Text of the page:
Happy Birthday to Maine
Knox County — I share my birthday month with my beloved State of Maine which became 193 on March 15. Let’s give a big cheer to our home state and welcome everyone else to come and enjoy the beautiful surroundings we’ve known all our lives. From ocean to woodlands, we have a natural wonderland which has something for everyone.
Most “Maineiacs” know that we wouldn’t be independent of Massachusetts, our big brother for so long, without the passing of the Missouri Compromise. They had us by the short hairs in 1820 because the passing of the compromise meant that Missouri would be a slave state and Maine a non-slave state. We were held hostage when it came to the question of slavery. We as New Englanders were anti-slavery and it went against our beliefs to give in to the demands of the Southern slaveholders.
The whole story of how Maine became a state is very well documented on the Maine Memory Network site. I invite you to read the complete history of our beginnings at this wonderful online resource. I will just give you the highlights here in honor of our 193rd brirthday.
The whole thing with Missouri began in 1818 when they could have entered the union as a pro-slave state to their “twin” anti-slave state, Maine. The northern congressmen, however, didn’t want to admit any more states with slavery as part of their constitutions and Missouri did lie north of the line known as the division between free and slave soil.
Congressman James Tallmadge of New York offered an amendment to Missouri’s statehood which would halt further introduction of slaves and would include emancipation for all slaves at age 25. The amendment didn’t pass, however, being declared unconstitutional.
John W. Taylor, also from New York, suggested a motion to fix the line between free and slave territory at parallel 36 degrees, 30 minutes, which was the southern boundary of Missouri.
Senator Jesse B. Thomas, of Illinois, pro-southern, by the way, added that slavery would be banned in territories lying north of the line, except for Missouri. He also included a provision that slaves who became fugitives could be re-enslaved when caught in free territory.
All Maine representatives were against slavery and only one Senator, John Holmes, was for the compromise. The House passed its own bill restricting slavery. However, a committee of House and Senate came up with an amended version—the Missouri Compromise—and won approval in Congress. Maine then became the 23rd state in the union on March 15, 1820.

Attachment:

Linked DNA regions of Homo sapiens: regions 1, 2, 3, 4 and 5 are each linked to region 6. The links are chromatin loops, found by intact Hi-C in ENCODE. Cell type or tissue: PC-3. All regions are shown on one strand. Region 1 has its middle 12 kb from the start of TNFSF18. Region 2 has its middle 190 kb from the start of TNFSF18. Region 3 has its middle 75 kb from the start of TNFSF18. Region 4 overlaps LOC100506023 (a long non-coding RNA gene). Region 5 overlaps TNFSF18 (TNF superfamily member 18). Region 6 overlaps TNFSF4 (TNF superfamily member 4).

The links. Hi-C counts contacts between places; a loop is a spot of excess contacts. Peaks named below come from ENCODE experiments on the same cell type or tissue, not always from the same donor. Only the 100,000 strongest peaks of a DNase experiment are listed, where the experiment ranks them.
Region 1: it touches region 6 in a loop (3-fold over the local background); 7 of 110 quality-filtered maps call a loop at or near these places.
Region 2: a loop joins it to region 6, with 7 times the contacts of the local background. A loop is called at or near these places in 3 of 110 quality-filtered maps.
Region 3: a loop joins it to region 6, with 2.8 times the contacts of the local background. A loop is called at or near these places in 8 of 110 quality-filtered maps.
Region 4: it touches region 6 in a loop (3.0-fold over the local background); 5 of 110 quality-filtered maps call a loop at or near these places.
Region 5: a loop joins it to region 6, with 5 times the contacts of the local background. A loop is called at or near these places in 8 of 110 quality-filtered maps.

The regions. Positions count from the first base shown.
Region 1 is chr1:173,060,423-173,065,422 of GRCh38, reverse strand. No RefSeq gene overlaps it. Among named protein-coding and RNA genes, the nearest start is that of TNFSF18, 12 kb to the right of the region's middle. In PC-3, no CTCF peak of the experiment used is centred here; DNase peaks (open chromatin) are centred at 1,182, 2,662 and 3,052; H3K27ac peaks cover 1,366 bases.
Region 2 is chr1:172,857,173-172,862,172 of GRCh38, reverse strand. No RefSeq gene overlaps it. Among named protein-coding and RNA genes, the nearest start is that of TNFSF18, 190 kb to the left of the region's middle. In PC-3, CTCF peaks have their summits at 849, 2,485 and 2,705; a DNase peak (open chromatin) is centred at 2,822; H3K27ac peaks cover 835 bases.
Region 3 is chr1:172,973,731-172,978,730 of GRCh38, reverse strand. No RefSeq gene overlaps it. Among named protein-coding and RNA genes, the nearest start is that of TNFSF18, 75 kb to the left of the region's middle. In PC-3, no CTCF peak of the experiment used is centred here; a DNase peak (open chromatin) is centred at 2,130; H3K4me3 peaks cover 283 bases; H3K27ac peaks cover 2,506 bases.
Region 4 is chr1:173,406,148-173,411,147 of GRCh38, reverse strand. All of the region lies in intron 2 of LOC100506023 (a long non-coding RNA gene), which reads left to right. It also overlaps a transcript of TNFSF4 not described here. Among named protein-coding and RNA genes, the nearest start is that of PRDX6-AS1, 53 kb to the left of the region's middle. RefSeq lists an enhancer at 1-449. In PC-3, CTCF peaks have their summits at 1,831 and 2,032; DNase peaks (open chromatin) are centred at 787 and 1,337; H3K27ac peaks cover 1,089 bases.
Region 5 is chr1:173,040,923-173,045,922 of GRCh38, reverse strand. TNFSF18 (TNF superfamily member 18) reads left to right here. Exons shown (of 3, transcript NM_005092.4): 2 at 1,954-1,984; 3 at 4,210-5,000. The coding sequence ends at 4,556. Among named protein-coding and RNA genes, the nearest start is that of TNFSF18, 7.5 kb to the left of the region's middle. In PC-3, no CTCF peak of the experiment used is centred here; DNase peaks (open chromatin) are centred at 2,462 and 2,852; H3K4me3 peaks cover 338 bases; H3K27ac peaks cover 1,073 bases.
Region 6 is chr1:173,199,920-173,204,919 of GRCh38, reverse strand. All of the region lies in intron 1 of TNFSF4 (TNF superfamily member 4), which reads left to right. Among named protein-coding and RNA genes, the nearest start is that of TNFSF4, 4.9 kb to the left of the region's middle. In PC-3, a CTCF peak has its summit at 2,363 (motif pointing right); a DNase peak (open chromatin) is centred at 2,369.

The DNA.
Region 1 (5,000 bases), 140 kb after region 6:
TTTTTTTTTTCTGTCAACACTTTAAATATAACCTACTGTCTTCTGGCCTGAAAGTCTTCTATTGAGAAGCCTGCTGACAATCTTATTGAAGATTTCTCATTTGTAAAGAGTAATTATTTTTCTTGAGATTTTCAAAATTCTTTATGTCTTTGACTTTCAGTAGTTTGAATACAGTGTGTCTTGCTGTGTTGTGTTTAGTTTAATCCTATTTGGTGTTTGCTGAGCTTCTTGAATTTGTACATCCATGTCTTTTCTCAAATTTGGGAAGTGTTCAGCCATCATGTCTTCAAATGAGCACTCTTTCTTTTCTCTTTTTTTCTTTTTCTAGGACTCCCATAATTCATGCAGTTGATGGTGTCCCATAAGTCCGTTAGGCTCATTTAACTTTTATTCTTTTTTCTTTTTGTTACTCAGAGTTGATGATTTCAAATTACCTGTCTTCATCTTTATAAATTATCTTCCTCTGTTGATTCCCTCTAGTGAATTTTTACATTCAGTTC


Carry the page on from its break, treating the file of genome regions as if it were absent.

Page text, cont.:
There are two letters on the Maine Memory Network about the compromise and Maine becoming a state that are interesting.
In a letter written on December 25, 1820, from Joshua Cushman, a Democratic-Republican U.S. Representative from Winslow, Maine, Cushman supported the vote of Congress against the Missouri Compromise. It allowed Missouri to be a slave state, and Maine a free state while at the same time forbidding the spread of slavery to the west. He said the only member of Congress from Maine for the Compromise was Senator John Holmes. The letter was intended to prevent the re-election of Holmes after Maine became a state.
Another letter announcing Maine’s statehood was written by Prentiss Mellen of Portland, a U.S. Senator from Massachusetts, representing the district of Maine, who wrote to William King of Bath, a major supporter of Maine statehood. Mellen announced that the Senate had passed the amended statehood bill and the president had signed it. King became the state’s first governor and Mellen became the first chief justice of Maine’s state supreme court in 1820.
The Missouri Compromise still left a bad taste in the mouths of the anti-slavery backers. Rufus King believed that Missouri as a slave state would tip the scales so that all future presidents would hail from the South.
Others believed that allowing slavery in Missouri would spread the same number of slaves over a wider area, increasing their value and their harsh treatment to boot. The anti-slavery movement became a central issue in Maine politics between 1829-1861.
I hope this small taste of Maine’s history will whet your appetite to learn more. Besides the Maine Memory Network, check out Maine’s archives site for some great pictures of the Civil War era.
Thanks for listening.